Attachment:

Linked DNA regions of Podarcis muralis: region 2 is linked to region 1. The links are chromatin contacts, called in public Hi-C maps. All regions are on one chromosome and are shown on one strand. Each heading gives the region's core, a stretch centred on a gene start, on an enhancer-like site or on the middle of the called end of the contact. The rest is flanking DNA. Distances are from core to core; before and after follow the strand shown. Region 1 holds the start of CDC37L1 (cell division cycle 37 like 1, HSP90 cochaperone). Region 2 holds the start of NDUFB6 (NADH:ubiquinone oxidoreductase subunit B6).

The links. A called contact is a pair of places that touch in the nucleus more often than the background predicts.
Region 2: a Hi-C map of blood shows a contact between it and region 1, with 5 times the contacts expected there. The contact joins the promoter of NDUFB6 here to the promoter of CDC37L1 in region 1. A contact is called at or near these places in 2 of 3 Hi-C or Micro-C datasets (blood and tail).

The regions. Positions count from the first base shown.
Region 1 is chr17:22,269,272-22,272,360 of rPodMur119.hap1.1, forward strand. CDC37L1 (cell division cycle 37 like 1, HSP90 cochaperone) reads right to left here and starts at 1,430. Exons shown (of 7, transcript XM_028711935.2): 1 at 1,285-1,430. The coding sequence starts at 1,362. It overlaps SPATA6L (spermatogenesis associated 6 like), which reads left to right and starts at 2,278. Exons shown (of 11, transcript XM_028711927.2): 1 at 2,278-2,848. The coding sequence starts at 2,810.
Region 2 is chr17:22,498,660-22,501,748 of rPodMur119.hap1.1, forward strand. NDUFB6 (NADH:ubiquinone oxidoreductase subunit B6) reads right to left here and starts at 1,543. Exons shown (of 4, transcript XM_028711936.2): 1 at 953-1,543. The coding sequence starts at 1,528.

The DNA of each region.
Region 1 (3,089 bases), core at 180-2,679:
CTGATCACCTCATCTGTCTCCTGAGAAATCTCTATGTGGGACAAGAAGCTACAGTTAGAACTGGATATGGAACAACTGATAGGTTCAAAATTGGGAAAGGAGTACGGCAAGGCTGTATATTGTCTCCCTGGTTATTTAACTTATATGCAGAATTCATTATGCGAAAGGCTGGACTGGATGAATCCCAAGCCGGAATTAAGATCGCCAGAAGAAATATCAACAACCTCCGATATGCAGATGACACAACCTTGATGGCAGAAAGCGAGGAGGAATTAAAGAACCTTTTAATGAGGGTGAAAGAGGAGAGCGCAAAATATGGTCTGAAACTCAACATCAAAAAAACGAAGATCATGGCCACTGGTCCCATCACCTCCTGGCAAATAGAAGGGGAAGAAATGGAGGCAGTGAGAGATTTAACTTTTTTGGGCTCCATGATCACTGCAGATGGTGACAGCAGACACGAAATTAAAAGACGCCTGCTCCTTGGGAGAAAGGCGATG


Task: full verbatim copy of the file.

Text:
Linked DNA regions of Podarcis muralis: region 2 is linked to region 1. The links are chromatin contacts, called in public Hi-C maps. All regions are on one chromosome and are shown on one strand. Each heading gives the region's core, a stretch centred on a gene start, on an enhancer-like site or on the middle of the called end of the contact. The rest is flanking DNA. Distances are from core to core; before and after follow the strand shown. Region 1 holds the start of CDC37L1 (cell division cycle 37 like 1, HSP90 cochaperone). Region 2 holds the start of NDUFB6 (NADH:ubiquinone oxidoreductase subunit B6).

The links. A called contact is a pair of places that touch in the nucleus more often than the background predicts.
Region 2: a Hi-C map of blood shows a contact between it and region 1, with 5 times the contacts expected there. The contact joins the promoter of NDUFB6 here to the promoter of CDC37L1 in region 1. A contact is called at or near these places in 2 of 3 Hi-C or Micro-C datasets (blood and tail).

The regions. Positions count from the first base shown.
Region 1 is chr17:22,269,272-22,272,360 of rPodMur119.hap1.1, forward strand. CDC37L1 (cell division cycle 37 like 1, HSP90 cochaperone) reads right to left here and starts at 1,430. Exons shown (of 7, transcript XM_028711935.2): 1 at 1,285-1,430. The coding sequence starts at 1,362. It overlaps SPATA6L (spermatogenesis associated 6 like), which reads left to right and starts at 2,278. Exons shown (of 11, transcript XM_028711927.2): 1 at 2,278-2,848. The coding sequence starts at 2,810.
Region 2 is chr17:22,498,660-22,501,748 of rPodMur119.hap1.1, forward strand. NDUFB6 (NADH:ubiquinone oxidoreductase subunit B6) reads right to left here and starts at 1,543. Exons shown (of 4, transcript XM_028711936.2): 1 at 953-1,543. The coding sequence starts at 1,528.

The DNA of each region.
Region 1 (3,089 bases), core at 180-2,679:
CTGATCACCTCATCTGTCTCCTGAGAAATCTCTATGTGGGACAAGAAGCTACAGTTAGAACTGGATATGGAACAACTGATAGGTTCAAAATTGGGAAAGGAGTACGGCAAGGCTGTATATTGTCTCCCTGGTTATTTAACTTATATGCAGAATTCATTATGCGAAAGGCTGGACTGGATGAATCCCAAGCCGGAATTAAGATCGCCAGAAGAAATATCAACAACCTCCGATATGCAGATGACACAACCTTGATGGCAGAAAGCGAGGAGGAATTAAAGAACCTTTTAATGAGGGTGAAAGAGGAGAGCGCAAAATATGGTCTGAAACTCAACATCAAAAAAACGAAGATCATGGCCACTGGTCCCATCACCTCCTGGCAAATAGAAGGGGAAGAAATGGAGGCAGTGAGAGATTTAACTTTTTTGGGCTCCATGATCACTGCAGATGGTGACAGCAGACACGAAATTAAAAGACGCCTGCTCCTTGGGAGAAAGGCGATG